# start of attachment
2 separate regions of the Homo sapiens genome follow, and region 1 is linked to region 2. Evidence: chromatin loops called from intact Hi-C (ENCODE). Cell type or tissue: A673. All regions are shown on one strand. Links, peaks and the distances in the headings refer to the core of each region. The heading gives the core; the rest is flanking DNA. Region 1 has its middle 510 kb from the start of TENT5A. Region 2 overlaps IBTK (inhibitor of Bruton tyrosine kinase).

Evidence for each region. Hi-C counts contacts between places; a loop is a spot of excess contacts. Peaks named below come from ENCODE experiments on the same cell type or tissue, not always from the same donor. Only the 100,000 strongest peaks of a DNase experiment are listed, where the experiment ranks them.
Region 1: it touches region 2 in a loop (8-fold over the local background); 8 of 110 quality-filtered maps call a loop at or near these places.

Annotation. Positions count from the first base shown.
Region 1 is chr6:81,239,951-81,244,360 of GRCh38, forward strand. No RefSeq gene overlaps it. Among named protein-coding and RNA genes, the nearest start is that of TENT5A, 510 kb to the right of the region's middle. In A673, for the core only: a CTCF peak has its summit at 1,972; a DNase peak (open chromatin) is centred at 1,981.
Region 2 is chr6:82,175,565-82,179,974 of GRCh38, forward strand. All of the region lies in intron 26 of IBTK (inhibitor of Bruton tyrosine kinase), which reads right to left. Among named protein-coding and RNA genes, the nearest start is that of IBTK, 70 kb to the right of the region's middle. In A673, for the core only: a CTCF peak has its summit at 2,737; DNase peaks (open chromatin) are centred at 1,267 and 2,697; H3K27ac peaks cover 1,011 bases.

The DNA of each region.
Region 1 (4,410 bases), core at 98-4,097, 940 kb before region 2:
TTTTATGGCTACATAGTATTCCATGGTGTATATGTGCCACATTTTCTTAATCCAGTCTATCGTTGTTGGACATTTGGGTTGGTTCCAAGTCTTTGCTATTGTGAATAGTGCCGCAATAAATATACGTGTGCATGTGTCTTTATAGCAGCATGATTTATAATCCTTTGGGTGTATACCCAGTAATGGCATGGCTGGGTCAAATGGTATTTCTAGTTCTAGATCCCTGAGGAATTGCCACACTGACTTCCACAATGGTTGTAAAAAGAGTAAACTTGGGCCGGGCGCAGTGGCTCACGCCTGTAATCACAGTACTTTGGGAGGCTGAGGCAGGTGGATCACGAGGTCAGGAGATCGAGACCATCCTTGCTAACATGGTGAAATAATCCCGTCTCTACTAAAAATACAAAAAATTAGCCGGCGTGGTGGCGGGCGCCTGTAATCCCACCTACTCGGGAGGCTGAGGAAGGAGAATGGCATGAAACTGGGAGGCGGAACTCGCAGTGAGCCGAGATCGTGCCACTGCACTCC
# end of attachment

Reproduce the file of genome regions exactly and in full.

2 separate regions of the Homo sapiens genome follow, and region 1 is linked to region 2. Evidence: chromatin loops called from intact Hi-C (ENCODE). Cell type or tissue: A673. All regions are shown on one strand. Links, peaks and the distances in the headings refer to the core of each region. The heading gives the core; the rest is flanking DNA. Region 1 has its middle 510 kb from the start of TENT5A. Region 2 overlaps IBTK (inhibitor of Bruton tyrosine kinase).

Evidence for each region. Hi-C counts contacts between places; a loop is a spot of excess contacts. Peaks named below come from ENCODE experiments on the same cell type or tissue, not always from the same donor. Only the 100,000 strongest peaks of a DNase experiment are listed, where the experiment ranks them.
Region 1: it touches region 2 in a loop (8-fold over the local background); 8 of 110 quality-filtered maps call a loop at or near these places.

Annotation. Positions count from the first base shown.
Region 1 is chr6:81,239,951-81,244,360 of GRCh38, forward strand. No RefSeq gene overlaps it. Among named protein-coding and RNA genes, the nearest start is that of TENT5A, 510 kb to the right of the region's middle. In A673, for the core only: a CTCF peak has its summit at 1,972; a DNase peak (open chromatin) is centred at 1,981.
Region 2 is chr6:82,175,565-82,179,974 of GRCh38, forward strand. All of the region lies in intron 26 of IBTK (inhibitor of Bruton tyrosine kinase), which reads right to left. Among named protein-coding and RNA genes, the nearest start is that of IBTK, 70 kb to the right of the region's middle. In A673, for the core only: a CTCF peak has its summit at 2,737; DNase peaks (open chromatin) are centred at 1,267 and 2,697; H3K27ac peaks cover 1,011 bases.

The DNA of each region.
Region 1 (4,410 bases), core at 98-4,097, 940 kb before region 2:
TTTTATGGCTACATAGTATTCCATGGTGTATATGTGCCACATTTTCTTAATCCAGTCTATCGTTGTTGGACATTTGGGTTGGTTCCAAGTCTTTGCTATTGTGAATAGTGCCGCAATAAATATACGTGTGCATGTGTCTTTATAGCAGCATGATTTATAATCCTTTGGGTGTATACCCAGTAATGGCATGGCTGGGTCAAATGGTATTTCTAGTTCTAGATCCCTGAGGAATTGCCACACTGACTTCCACAATGGTTGTAAAAAGAGTAAACTTGGGCCGGGCGCAGTGGCTCACGCCTGTAATCACAGTACTTTGGGAGGCTGAGGCAGGTGGATCACGAGGTCAGGAGATCGAGACCATCCTTGCTAACATGGTGAAATAATCCCGTCTCTACTAAAAATACAAAAAATTAGCCGGCGTGGTGGCGGGCGCCTGTAATCCCACCTACTCGGGAGGCTGAGGAAGGAGAATGGCATGAAACTGGGAGGCGGAACTCGCAGTGAGCCGAGATCGTGCCACTGCACTCC